You have spoken in the past about seeking magnanimity within each one of us and that this capability is still alive…
Absolutely. Inner transformation is about becoming still and in that stillness, being able to listen. Or else, one's own turmoil, passion and anger make it difficult to hear the gentle voices on the outside. If you listen to another person, you might start listening to voices within yourself that you weren't otherwise able to. Like a voice telling you that this is not the right time to be angry right now, it's only hurting yourself.
How do you relate your emphasis on the inner journey with the work you have done in the material world? Because there is no possibility of Swaraj without the basic needs being met.
I will give this response at two levels. One, at a personal level. For doing something externally, there must be an internal change for discovering one's purpose. While both the inner and external change must happen together, listening to one's self and understanding the purpose of life must take precedence over what one wants to do outside.
At another level, like if I say I am a leader of a business organisation, I am required to produce wealth for the people who have invested in the organisation. I cannot change the way a business organisation runs unless I help change the whole system. In the first answer, I said that unless you change yourself, you can't change the world around you. But as a business leader, I am going to see the other side – that unless you help the whole system to change, you will not be able to change the way a business runs. This is because the expectations of business, the role that was given to it, is specified by the contract between many institutions.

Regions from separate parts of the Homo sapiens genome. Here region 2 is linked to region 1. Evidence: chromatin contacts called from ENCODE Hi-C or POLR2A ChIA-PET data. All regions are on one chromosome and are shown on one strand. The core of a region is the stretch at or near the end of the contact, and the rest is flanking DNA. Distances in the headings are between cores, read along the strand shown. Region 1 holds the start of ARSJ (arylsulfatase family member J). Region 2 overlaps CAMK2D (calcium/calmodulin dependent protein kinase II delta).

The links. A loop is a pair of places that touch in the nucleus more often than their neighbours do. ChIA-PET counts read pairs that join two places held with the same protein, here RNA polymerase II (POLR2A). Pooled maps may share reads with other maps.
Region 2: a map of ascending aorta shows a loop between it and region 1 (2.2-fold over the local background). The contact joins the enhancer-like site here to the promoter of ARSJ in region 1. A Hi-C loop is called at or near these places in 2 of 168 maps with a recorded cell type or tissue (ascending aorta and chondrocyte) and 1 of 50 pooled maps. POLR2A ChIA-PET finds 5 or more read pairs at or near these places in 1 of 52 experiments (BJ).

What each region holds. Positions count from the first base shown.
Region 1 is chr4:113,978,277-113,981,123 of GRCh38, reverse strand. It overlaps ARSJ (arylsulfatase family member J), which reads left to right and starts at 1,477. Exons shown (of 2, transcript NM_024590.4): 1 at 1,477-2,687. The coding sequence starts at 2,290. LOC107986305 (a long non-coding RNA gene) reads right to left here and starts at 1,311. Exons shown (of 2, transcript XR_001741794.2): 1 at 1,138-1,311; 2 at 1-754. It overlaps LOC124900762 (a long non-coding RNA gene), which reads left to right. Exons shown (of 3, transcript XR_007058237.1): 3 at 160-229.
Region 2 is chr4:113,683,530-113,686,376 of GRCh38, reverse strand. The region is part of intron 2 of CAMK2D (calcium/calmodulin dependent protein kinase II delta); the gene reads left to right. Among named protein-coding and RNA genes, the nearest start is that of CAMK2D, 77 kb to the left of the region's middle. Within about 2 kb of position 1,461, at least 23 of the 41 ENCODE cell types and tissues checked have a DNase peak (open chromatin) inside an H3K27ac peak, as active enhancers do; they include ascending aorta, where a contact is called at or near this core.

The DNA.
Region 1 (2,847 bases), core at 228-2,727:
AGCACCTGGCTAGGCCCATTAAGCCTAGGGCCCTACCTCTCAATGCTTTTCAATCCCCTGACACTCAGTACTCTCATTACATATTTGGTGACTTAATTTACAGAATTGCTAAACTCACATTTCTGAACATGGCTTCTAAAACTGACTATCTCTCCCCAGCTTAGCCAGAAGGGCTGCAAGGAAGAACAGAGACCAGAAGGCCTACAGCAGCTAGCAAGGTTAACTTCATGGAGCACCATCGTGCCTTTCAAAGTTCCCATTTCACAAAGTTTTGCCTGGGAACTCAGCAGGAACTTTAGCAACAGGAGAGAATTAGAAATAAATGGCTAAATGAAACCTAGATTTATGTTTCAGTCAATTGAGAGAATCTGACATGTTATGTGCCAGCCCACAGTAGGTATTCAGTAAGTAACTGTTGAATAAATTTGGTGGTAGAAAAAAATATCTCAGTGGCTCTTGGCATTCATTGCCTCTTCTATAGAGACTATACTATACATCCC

In your experience with scenario-building exercises in the private sector and your stint as a member of the Planning Commission, did you find that as a society we have a problem of coherence, which is keeping us from realising Swaraj?
Of course, there is. Potential conflicts are everywhere. There needs to be some willingness to acknowledge other people's beliefs. There is a reason, a history behind their belief. And I, because of my history, may have a different belief.
It is not right or wrong. There needs to be a conversation to understand each other as to how we got to where we are. However, we cannot just jump into that conversation because it would be quite artificial. It is important to re-examine the current reality and how we can get out of the past more easily to find a shared aspiration.
What are some of the ways to fulfil the shared aspirations?
I had five wonderful years with the Planning Commission and I got the chance to hear many people representing many causes, many historical injustices, many aspirations. In all that, I could hear strongly one narrative which was the demand for rights – people's rights that they wanted to be converted into a law so if the government is not giving them the right, they can go to the court for action. This rights discourse gets connected fairly easily with handouts and subsidies, which are like compensating people for something which the society could not give them in the past and even now.